Local volunteers get out the vote

Photo courtesy of Henry Gustafson

Pennsylvania Democrats prepare for Election Day in Collegeville

Sarah Hojsak

sahojsak@ursinus.edu

With Election Day quickly approaching, Erika Wohl’s emails take on a greater sense of urgency. The Field Organizer for the Pennsylvania Democratic Party in Collegeville, Skippack, and Upper Providence, Wohl is working hard to increase local community members’ role in the election process.

Calling to enlist volunteers for canvassing and phone banking, Wohl signs off, “We’re stronger together, PA. We can only win this with your help.”

Wohl explained that for the presidential election, Ursinus is in one of the most important counties in the country. Not only is Pennsylvania a swing state, but Montgomery County in particular has the potential to either go red or blue.

“Ursinus students have a lot of power in helping to elect Democrats up and down the ballot,” Wohl said.

While students look forward to voting on Election Day, Wohl’s team has been hard at work behind the scenes, reaching out to community members and gathering volunteers.

“What’s really special about this campaign is the amazing volunteers that have gotten involved to help elect Hillary Clinton and prevent a Donald Trump presidency. Working with volunteers has been my favorite part of my role on this campaign,” she said.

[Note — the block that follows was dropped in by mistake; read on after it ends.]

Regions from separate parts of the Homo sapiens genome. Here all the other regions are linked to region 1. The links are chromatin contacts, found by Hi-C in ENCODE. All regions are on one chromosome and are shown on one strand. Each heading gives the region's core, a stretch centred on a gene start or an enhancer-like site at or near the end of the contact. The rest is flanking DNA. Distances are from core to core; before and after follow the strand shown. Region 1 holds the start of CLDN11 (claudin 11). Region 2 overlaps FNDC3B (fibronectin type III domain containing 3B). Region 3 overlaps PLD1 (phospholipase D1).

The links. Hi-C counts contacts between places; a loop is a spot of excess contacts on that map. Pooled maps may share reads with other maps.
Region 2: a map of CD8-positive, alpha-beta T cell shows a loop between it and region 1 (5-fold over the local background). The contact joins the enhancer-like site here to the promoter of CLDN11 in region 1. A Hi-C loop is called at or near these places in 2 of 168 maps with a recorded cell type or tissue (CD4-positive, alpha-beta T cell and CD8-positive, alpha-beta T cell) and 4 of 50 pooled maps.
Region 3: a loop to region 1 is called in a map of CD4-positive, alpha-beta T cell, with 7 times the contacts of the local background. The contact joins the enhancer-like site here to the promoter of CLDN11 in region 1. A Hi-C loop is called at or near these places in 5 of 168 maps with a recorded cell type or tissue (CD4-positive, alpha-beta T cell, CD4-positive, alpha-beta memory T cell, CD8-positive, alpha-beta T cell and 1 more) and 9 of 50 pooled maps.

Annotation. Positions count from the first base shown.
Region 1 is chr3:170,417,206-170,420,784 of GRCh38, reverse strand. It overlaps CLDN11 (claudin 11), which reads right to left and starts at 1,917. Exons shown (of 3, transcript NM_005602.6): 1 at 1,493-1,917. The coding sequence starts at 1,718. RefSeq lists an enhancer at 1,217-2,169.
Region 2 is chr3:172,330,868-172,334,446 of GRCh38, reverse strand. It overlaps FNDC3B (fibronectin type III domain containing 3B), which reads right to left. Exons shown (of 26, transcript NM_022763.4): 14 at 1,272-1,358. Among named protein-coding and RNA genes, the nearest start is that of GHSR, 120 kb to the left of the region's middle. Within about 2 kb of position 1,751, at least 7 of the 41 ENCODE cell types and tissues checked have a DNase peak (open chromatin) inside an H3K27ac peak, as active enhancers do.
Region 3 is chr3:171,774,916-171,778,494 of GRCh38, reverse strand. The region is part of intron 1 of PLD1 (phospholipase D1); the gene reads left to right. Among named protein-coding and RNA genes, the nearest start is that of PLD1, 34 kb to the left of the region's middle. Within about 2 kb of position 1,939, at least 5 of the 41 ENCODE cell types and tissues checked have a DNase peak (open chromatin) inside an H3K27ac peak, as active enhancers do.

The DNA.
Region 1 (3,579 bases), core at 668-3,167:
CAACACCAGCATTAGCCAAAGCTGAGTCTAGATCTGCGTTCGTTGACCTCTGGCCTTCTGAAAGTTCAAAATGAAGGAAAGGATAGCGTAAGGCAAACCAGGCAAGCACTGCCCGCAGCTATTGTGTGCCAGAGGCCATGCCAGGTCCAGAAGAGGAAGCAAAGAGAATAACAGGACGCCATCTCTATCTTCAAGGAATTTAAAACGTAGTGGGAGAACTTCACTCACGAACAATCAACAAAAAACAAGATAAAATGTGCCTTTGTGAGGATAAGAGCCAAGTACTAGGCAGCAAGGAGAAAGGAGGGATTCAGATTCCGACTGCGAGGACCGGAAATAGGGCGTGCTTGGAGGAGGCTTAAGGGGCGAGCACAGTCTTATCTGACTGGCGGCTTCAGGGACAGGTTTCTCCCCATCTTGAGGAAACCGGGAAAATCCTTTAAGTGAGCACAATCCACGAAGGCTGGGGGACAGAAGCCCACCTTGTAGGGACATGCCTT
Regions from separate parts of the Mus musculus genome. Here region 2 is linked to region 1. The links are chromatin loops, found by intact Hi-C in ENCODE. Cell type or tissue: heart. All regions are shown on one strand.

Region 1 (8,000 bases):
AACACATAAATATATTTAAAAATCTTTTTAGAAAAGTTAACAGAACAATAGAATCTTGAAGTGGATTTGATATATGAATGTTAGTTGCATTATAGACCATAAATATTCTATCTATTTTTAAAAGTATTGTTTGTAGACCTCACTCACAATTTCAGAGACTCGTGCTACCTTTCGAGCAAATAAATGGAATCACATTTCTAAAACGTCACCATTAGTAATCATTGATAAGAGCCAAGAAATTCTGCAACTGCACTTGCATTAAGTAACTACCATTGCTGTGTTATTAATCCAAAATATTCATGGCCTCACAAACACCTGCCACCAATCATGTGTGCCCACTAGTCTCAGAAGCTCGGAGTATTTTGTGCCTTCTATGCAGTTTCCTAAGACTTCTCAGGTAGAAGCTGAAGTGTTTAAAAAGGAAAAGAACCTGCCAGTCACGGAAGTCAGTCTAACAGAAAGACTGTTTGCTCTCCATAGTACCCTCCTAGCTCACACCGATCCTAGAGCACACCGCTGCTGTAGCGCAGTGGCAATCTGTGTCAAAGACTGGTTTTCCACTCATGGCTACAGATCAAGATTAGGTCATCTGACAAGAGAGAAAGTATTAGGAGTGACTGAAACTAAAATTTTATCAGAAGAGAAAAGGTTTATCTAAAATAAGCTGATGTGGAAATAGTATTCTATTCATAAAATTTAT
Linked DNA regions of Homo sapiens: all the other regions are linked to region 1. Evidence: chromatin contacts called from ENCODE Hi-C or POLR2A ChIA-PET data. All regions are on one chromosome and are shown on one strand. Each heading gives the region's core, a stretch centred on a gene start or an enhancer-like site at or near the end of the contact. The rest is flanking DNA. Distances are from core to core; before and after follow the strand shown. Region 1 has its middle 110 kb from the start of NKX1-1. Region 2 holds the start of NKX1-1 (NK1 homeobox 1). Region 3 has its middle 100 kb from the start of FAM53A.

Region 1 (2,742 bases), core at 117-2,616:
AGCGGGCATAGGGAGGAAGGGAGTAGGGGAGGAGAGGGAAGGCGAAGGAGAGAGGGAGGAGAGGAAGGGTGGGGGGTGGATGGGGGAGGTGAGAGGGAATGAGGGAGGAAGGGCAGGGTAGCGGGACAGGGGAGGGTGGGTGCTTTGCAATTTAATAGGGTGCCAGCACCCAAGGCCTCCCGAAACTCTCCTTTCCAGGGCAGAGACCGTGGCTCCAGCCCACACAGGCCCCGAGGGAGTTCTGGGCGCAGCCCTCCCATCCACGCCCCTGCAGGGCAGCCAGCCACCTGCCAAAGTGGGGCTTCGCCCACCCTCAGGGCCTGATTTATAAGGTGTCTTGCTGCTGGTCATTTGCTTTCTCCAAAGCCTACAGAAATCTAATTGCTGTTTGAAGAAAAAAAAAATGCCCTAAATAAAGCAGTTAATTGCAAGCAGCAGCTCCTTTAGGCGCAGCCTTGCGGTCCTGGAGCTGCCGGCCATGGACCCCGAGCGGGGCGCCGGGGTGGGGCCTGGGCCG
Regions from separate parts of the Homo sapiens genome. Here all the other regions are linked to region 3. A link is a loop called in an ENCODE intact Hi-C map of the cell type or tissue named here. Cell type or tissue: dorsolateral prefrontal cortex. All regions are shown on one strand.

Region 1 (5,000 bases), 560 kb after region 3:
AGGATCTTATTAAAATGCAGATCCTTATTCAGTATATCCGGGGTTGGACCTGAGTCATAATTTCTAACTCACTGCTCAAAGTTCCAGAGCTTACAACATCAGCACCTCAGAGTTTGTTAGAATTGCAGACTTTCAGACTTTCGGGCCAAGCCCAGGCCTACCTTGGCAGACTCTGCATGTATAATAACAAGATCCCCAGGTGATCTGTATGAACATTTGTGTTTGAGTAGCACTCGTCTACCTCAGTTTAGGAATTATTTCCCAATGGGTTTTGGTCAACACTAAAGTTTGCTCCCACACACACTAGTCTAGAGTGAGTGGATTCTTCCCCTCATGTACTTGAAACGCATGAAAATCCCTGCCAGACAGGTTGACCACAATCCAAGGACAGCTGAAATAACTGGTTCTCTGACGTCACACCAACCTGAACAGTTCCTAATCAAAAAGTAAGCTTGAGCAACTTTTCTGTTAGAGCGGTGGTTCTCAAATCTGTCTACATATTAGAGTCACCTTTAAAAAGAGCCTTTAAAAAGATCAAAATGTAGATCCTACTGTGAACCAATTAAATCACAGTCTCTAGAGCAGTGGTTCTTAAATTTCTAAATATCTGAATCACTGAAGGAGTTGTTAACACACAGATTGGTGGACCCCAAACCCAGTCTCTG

Patrick Bailey, a recent graduate of Wesleyan University who has returned home to Collegeville to get involved with the campaign, is what Wohl described as a “super volunteer.” While living in New England, Bailey began attentively watching election coverage.

“It’s hard not to: It’s everywhere,” he said.

When Bailey began to notice polls shifting in the battleground state of Pennsylvania, he decided to return home and get involved.

He described the concern for the idea of a “President Trump” that many Democrats share: “Even though people were laughing [at Trump] it started to actually become troubling.”

Leading up to the voter registration deadline, the Democrats’ team was primarily concerned with making sure community members were registered to vote. Now that this has passed, with less than two weeks remaining before Election Day, their main goal is to get out the vote – GOTV for short.

“The week leading up to Election Day is the most important week of the whole campaign,” Bailey said. “We’re trying to get people prepared for the actual day: Tuesday, November 8.”

This includes reaching out to community members by going door-to-door and making phone calls. In addition to encouraging people to vote, the volunteers have been informing voters of polling places and voting times for Election Day to ensure that everyone makes time to vote.

“We want to make sure they don’t forget about it,” Bailey said.

The three polling places in Collegeville are the Collegeville Borough Hall, Trinity United Church of Christ, and St. Eleanor’s Catholic Church. Ursinus students who are registered to vote in Collegeville will vote at the Borough Hall.